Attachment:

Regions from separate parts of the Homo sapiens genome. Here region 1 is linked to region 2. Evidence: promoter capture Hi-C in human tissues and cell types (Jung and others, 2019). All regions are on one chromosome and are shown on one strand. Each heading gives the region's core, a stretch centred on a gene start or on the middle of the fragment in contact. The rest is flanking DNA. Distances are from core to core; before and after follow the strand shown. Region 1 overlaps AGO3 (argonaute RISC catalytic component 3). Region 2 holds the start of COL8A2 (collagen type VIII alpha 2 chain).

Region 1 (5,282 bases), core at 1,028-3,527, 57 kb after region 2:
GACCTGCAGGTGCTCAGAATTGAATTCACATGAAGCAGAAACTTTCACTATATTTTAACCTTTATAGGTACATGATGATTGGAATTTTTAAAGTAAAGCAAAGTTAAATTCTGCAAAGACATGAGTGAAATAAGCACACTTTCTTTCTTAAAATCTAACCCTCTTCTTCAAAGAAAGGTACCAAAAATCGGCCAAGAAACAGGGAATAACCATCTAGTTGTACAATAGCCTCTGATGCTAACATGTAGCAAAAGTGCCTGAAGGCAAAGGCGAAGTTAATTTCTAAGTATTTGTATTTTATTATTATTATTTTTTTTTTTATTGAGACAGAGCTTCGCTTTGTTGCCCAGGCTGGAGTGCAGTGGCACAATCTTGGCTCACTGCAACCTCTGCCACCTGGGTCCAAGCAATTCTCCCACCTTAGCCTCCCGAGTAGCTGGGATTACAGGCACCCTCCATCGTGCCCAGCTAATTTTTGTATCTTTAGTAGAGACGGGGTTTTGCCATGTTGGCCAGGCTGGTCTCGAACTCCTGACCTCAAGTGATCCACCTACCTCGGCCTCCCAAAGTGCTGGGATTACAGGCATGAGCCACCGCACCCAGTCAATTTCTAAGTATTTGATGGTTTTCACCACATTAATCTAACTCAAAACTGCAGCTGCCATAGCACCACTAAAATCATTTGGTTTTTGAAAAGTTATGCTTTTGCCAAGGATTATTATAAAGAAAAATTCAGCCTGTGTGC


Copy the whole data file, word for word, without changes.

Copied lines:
Regions from separate parts of the Homo sapiens genome. Here region 1 is linked to region 2. Evidence: promoter capture Hi-C in human tissues and cell types (Jung and others, 2019). All regions are on one chromosome and are shown on one strand. Each heading gives the region's core, a stretch centred on a gene start or on the middle of the fragment in contact. The rest is flanking DNA. Distances are from core to core; before and after follow the strand shown. Region 1 overlaps AGO3 (argonaute RISC catalytic component 3). Region 2 holds the start of COL8A2 (collagen type VIII alpha 2 chain).

Region 1 (5,282 bases), core at 1,028-3,527, 57 kb after region 2:
GACCTGCAGGTGCTCAGAATTGAATTCACATGAAGCAGAAACTTTCACTATATTTTAACCTTTATAGGTACATGATGATTGGAATTTTTAAAGTAAAGCAAAGTTAAATTCTGCAAAGACATGAGTGAAATAAGCACACTTTCTTTCTTAAAATCTAACCCTCTTCTTCAAAGAAAGGTACCAAAAATCGGCCAAGAAACAGGGAATAACCATCTAGTTGTACAATAGCCTCTGATGCTAACATGTAGCAAAAGTGCCTGAAGGCAAAGGCGAAGTTAATTTCTAAGTATTTGTATTTTATTATTATTATTTTTTTTTTTATTGAGACAGAGCTTCGCTTTGTTGCCCAGGCTGGAGTGCAGTGGCACAATCTTGGCTCACTGCAACCTCTGCCACCTGGGTCCAAGCAATTCTCCCACCTTAGCCTCCCGAGTAGCTGGGATTACAGGCACCCTCCATCGTGCCCAGCTAATTTTTGTATCTTTAGTAGAGACGGGGTTTTGCCATGTTGGCCAGGCTGGTCTCGAACTCCTGACCTCAAGTGATCCACCTACCTCGGCCTCCCAAAGTGCTGGGATTACAGGCATGAGCCACCGCACCCAGTCAATTTCTAAGTATTTGATGGTTTTCACCACATTAATCTAACTCAAAACTGCAGCTGCCATAGCACCACTAAAATCATTTGGTTTTTGAAAAGTTATGCTTTTGCCAAGGATTATTATAAAGAAAAATTCAGCCTGTGTGC